David Bourget (Western Ontario)
David Chalmers (ANU, NYU)
Rafael De Clercq
Ezio Di Nucci
Jack Alan Reynolds
Learn more about PhilPapers
Several gaze contingent studies that used a fixed delay between physical eye movements and a display change documented a dip in the fixation duration distributions (e.g., Blanchard et al. 1984; McConkie et al. 1985; van Diepen et al. 1995). In a study by van Diepen et al. (1995), a moving mask paradigm was employed in which subjects searched line drawings of everyday scenes for non-objects. The appearance of the mask was delayed relative to the end of a saccade (beginning of fixation) by 17, 46, 76 or 121 msec. All fixation duration distributions in the masking conditions exhibited a dip with longer masking delays resulting in the dip occurring at longer fixation durations. In contrast, a no-mask condition did not produce a dip. Similar effects in reading were reported by Blanchard et al. (1984), and McConkie et al. (1985). In both these studies the text was..
|Keywords||No keywords specified (fix it)|
|Categories||categorize this paper)|
Setup an account with your affiliations in order to access resources via your University's proxy server
Configure custom proxy (use this if your affiliation does not provide a proxy)
|Through your library||
References found in this work BETA
No references found.
Citations of this work BETA
No citations found.
Similar books and articles
Eyal M. Reingold & Jiye Shen, Peripheral and Parafoveal Cueing and Masking Effects on Saccadic Selectivity in a Gaze-Contingent Window Paradigm.
Hillary S. Schaefer & Andrew L. Alexander R. Richard J. Davidson, : Gaze Fixation and the Neural Circuitry of Face Processing.
Vincent Di Lollo, James T. Enns & Ronald A. Rensink (2000). Competition for Consciousness Among Visual Events: The Psychophysics of Reentrant Visual Processes. Journal of Experimental Psychology: General 129 (4):481.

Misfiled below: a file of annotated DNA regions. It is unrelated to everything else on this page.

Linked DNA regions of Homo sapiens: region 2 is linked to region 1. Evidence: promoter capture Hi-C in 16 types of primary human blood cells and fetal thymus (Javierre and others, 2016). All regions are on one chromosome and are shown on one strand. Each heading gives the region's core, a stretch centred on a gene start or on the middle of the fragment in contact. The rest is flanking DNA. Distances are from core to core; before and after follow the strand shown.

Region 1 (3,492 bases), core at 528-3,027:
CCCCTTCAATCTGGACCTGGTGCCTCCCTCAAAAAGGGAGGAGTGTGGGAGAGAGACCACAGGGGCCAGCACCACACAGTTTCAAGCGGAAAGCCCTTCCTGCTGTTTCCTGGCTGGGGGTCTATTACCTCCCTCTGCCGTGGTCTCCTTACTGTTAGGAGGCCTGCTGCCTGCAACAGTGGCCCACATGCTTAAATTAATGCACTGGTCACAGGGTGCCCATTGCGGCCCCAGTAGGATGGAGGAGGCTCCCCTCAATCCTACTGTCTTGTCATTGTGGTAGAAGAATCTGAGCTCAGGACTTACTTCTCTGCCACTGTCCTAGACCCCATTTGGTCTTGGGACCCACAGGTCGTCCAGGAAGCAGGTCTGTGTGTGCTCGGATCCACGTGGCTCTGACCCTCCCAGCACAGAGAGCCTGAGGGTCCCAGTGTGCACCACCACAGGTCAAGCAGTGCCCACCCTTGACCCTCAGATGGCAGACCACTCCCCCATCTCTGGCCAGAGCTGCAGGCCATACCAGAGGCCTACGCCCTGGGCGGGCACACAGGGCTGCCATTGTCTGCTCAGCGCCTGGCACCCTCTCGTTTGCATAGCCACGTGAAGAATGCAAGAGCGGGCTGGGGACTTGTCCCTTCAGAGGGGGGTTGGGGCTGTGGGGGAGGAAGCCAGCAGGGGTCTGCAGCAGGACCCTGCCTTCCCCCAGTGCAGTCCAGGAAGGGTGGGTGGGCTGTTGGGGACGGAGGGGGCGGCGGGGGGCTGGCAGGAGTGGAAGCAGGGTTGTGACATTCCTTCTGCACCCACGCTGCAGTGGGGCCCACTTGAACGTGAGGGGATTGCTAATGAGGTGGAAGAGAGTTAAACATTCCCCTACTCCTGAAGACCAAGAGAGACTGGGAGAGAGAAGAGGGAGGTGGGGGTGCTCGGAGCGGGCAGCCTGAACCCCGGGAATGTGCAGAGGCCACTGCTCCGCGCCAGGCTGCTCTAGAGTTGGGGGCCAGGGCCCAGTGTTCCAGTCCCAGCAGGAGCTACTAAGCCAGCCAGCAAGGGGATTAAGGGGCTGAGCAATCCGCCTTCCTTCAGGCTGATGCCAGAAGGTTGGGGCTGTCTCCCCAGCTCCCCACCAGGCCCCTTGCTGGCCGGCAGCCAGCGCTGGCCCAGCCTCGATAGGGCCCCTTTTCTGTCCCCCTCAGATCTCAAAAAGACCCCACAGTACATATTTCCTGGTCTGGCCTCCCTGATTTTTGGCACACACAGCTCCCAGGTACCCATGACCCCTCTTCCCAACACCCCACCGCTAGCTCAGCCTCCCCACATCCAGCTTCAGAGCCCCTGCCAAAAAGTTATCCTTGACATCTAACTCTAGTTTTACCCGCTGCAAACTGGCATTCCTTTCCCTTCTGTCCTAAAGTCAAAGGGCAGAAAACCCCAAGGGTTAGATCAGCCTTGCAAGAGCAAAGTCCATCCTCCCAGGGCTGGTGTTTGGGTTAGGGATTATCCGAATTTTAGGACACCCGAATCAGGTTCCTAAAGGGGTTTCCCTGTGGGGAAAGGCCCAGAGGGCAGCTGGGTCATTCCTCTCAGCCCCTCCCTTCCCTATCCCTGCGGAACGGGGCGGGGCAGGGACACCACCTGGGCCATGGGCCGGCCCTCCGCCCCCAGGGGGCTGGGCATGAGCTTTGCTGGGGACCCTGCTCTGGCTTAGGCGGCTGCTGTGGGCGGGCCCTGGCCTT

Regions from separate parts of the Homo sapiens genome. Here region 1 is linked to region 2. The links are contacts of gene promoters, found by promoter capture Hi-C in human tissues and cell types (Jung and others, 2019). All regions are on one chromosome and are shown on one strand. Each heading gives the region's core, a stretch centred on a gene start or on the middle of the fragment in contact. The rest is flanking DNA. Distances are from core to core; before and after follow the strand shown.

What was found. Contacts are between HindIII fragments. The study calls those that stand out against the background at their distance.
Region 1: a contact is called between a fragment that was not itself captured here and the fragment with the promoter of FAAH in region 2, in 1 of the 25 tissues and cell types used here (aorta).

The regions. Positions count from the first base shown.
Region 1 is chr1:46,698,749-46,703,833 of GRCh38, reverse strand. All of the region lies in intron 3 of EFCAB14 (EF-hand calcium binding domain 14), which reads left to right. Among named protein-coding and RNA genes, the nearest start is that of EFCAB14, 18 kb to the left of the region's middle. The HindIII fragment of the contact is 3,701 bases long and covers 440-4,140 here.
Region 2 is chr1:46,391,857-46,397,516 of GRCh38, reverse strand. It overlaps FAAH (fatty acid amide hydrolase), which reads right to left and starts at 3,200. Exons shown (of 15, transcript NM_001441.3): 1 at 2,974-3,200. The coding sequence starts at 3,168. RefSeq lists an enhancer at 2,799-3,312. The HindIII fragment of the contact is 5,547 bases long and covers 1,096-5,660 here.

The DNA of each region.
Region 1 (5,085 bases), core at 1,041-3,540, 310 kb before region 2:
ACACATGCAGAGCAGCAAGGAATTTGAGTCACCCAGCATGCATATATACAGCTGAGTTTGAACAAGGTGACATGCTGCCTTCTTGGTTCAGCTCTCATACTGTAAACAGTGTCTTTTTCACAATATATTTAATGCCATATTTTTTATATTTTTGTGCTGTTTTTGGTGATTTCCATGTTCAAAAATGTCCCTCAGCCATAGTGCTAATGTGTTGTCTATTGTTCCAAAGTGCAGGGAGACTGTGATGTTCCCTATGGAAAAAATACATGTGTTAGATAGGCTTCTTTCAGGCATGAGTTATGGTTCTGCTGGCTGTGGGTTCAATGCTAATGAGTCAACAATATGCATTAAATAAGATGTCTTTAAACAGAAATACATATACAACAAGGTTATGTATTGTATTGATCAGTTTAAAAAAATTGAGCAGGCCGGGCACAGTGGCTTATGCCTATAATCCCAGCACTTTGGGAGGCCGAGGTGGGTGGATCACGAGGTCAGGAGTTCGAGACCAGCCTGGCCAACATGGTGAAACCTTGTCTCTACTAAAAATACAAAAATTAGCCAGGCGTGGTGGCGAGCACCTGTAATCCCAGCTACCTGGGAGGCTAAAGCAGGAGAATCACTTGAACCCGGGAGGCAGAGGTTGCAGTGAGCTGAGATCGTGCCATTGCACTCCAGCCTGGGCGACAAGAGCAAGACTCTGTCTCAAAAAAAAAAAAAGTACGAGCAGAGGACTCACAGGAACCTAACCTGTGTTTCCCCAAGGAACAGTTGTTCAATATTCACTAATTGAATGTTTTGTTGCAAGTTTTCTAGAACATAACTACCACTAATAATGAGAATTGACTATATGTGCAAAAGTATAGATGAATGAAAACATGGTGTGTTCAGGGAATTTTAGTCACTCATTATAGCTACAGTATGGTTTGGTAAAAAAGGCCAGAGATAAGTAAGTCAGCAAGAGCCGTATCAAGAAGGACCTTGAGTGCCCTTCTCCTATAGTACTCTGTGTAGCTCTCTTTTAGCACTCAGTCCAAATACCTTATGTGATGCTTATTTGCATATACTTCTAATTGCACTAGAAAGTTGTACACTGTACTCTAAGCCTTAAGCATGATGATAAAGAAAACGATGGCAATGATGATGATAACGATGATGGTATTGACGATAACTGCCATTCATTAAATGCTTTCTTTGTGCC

M. A. Frens, I. T. C. Hooge & H. H. L. M. Goossens (1999). Can Parallel Processing and Competitive Inhibition Explain the Generation of Saccades? Behavioral and Brain Sciences 22 (4):685-686.
Zenon Pylyshyn, Some Puzzling Findings in Multiple Object Tracking (MOT): II. Inhibition of Moving Nontargets.
Andreas Sprenger Wolfgang Heide, Detlef K.Ö & Mpf (1999). Higher Level Influences on Saccade Generation in Normals and Patients with Visual Hemineglect. Behavioral and Brain Sciences 22 (4):688-689.
J. T. Enns, R. A. Rensink & V. Di Lollo (2000). Competition for Consciousness Among Visual Events: The Psychophysics of Reentrant Visual Processes. Journal of Experimental Psychology 129 (4):481-507.
B. Fischer & H. Weber (1997). Two Attentional Components for Two Purposes. Behavioral and Brain Sciences 20 (4):770-771.
Alain Guillaume, Laurent Goffart & Denis Pélisson (1999). Learning From Cerebellar Lesions About the Temporal and Spatial Aspects of Saccadic Control. Behavioral and Brain Sciences 22 (4):687-688.
Thomas Busey, Chen Yu, Dean Wyatte & John Vanderkolk (2013). Temporal Sequences Quantify the Contributions of Individual Fixations in Complex Perceptual Matching Tasks. Cognitive Science 37 (4):731-756.
Martin Eimer & Friederike Schlaghecken (2002). Links Between Conscious Awareness and Response Inhibition: Evidence From Masked Priming. Psychonomic Bulletin and Review 9 (3):514-520.
Simon P. Liversedge & Sarah J. White (2003). Psycholinguistic Processes Affect Fixation Durations and Orthographic Information Affects Fixation Locations: Can E-Z Reader Cope? Behavioral and Brain Sciences 26 (4):492-493.
Added to index2010-12-22
Total downloads15 ( #232,970 of 1,792,926 )
Recent downloads (6 months)5 ( #170,535 of 1,792,926 )
How can I increase my downloads?